From apartheid to batho pele: an exploratory study on service delivery and public participation in Atteridgeville-Saulsville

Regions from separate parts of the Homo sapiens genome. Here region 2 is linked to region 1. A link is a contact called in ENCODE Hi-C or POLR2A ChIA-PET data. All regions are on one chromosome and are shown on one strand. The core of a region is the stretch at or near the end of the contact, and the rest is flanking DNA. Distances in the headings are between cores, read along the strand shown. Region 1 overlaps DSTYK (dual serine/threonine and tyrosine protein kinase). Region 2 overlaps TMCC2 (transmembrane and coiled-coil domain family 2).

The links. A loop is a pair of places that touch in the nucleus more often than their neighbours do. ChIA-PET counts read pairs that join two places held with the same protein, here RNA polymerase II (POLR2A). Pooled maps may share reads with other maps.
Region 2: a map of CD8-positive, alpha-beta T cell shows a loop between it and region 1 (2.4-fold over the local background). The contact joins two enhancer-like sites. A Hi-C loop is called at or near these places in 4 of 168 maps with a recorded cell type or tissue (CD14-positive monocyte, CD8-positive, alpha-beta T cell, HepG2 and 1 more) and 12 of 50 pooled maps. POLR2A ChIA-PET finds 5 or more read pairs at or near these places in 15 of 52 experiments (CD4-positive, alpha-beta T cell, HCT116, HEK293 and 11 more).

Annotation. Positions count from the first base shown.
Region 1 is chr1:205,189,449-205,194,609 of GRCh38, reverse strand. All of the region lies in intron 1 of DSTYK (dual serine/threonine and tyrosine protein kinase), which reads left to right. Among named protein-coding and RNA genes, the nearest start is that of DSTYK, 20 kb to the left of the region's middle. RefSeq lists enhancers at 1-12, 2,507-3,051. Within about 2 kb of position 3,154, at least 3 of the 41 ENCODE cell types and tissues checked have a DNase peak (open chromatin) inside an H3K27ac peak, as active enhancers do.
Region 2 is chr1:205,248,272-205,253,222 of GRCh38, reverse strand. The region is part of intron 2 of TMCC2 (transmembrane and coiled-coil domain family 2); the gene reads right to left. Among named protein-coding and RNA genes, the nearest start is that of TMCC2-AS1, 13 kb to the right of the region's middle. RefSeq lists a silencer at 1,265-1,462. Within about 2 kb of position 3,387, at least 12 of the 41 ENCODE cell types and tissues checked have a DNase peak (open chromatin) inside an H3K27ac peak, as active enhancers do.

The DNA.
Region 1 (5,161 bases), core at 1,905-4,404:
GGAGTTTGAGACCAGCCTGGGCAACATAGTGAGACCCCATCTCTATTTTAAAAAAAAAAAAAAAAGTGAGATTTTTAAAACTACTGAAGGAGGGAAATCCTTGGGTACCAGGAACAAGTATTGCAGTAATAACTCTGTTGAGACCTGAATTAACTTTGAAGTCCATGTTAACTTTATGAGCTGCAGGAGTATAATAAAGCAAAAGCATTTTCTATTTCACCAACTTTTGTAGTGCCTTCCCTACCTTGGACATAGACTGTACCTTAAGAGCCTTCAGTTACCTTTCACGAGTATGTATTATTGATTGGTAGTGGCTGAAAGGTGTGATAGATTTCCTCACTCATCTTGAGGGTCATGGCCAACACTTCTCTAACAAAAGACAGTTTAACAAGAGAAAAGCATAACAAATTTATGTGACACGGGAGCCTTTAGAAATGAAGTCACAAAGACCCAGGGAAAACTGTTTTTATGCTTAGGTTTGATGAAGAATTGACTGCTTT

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The focus of the case study is public participation in the local government arena. The article examines the importance of public participation in the policy process and service delivery in Atteridgeville- Saulsville from apartheid times to post-apartheid rule. As a case study, public participation in the Tshwane Metropolitan Council (previously Pretoria City Council or Stadsraad) is traced back to the establishment of this “black township” (a black location in apartheid jargon) and investigated up until 2008. Public participation during the apartheid era was based on racial division. Black people were not allowed to participate in the decision-making processes that affected their locality. Democratic government since 1994, and more so since the acceptance of the democratic constitution, Act 108 of 1996, brought about an emphasis on equal citizen participation regardless of colour, status or geographical location. The Constitution enforces the responsibility of local government to ensure public participation in decision making. In democracies local government structures are traditionally seen as government closest to the people. The term batho pele strongly implies quality service delivery to human communities as well as accountability and transparency with a “human touch”. Service provision should be informed by the needs and aspirations of the local communities, extracted from the community through participation. Making use of a qualitative approach, among others face-to-face interviews, the authors explore the case under review and how those who experience local government view the service delivery flowing from current policy and practice in contrast to that of the past.